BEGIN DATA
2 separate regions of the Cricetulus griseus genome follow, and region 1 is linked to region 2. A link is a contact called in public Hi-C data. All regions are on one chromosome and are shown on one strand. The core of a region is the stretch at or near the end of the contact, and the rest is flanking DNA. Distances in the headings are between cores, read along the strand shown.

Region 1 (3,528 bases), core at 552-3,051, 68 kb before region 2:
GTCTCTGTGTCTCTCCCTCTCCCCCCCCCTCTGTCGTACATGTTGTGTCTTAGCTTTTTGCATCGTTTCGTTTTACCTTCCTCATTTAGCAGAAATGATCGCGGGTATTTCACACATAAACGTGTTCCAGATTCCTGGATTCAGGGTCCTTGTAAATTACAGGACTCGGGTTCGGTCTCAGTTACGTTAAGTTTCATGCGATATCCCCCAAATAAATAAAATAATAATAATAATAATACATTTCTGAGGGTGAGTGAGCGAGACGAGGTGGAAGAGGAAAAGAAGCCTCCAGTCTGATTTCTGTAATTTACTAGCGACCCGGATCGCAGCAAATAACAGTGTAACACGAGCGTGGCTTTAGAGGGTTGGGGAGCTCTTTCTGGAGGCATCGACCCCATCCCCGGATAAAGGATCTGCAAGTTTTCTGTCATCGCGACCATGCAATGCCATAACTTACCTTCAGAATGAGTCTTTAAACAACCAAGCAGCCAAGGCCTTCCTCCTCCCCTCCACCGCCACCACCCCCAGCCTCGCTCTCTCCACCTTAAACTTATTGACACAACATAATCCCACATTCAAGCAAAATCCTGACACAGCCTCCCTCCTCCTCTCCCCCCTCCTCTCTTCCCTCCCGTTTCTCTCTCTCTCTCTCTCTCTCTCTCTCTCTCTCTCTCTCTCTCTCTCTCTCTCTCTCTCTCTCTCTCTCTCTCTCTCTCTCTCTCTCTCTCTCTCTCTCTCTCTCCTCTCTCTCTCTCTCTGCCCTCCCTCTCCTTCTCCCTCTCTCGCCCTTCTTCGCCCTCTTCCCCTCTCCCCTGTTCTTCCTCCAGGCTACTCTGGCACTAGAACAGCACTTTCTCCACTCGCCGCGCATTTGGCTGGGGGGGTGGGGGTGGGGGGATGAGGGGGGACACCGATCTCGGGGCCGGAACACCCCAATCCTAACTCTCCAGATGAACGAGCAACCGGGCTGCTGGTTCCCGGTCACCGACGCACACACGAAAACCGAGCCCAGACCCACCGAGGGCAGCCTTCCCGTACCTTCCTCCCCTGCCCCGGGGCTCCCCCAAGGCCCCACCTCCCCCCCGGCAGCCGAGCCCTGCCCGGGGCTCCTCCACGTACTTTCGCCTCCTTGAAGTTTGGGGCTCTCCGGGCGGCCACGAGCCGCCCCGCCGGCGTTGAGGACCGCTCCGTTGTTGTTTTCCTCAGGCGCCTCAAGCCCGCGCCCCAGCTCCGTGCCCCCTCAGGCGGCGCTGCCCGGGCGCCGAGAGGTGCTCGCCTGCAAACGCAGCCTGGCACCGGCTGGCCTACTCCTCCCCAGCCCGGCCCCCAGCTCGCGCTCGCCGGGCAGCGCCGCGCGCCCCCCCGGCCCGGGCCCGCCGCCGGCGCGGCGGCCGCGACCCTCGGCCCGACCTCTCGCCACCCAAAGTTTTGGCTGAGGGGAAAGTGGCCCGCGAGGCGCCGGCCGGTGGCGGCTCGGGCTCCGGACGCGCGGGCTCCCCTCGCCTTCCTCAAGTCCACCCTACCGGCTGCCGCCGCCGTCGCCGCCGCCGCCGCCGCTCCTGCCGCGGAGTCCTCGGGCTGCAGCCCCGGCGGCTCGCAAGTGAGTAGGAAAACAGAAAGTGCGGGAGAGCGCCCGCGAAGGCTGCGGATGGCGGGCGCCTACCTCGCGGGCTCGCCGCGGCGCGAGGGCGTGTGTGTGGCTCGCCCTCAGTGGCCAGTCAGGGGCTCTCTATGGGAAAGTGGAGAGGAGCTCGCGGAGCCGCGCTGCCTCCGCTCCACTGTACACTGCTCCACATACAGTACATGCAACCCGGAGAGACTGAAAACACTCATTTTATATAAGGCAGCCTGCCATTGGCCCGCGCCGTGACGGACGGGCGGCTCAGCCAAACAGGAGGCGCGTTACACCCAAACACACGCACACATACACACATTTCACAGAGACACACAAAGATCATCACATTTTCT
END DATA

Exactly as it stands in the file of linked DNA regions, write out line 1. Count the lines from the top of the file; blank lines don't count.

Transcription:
2 separate regions of the Cricetulus griseus genome follow, and region 1 is linked to region 2. A link is a contact called in public Hi-C data. All regions are on one chromosome and are shown on one strand. The core of a region is the stretch at or near the end of the contact, and the rest is flanking DNA. Distances in the headings are between cores, read along the strand shown.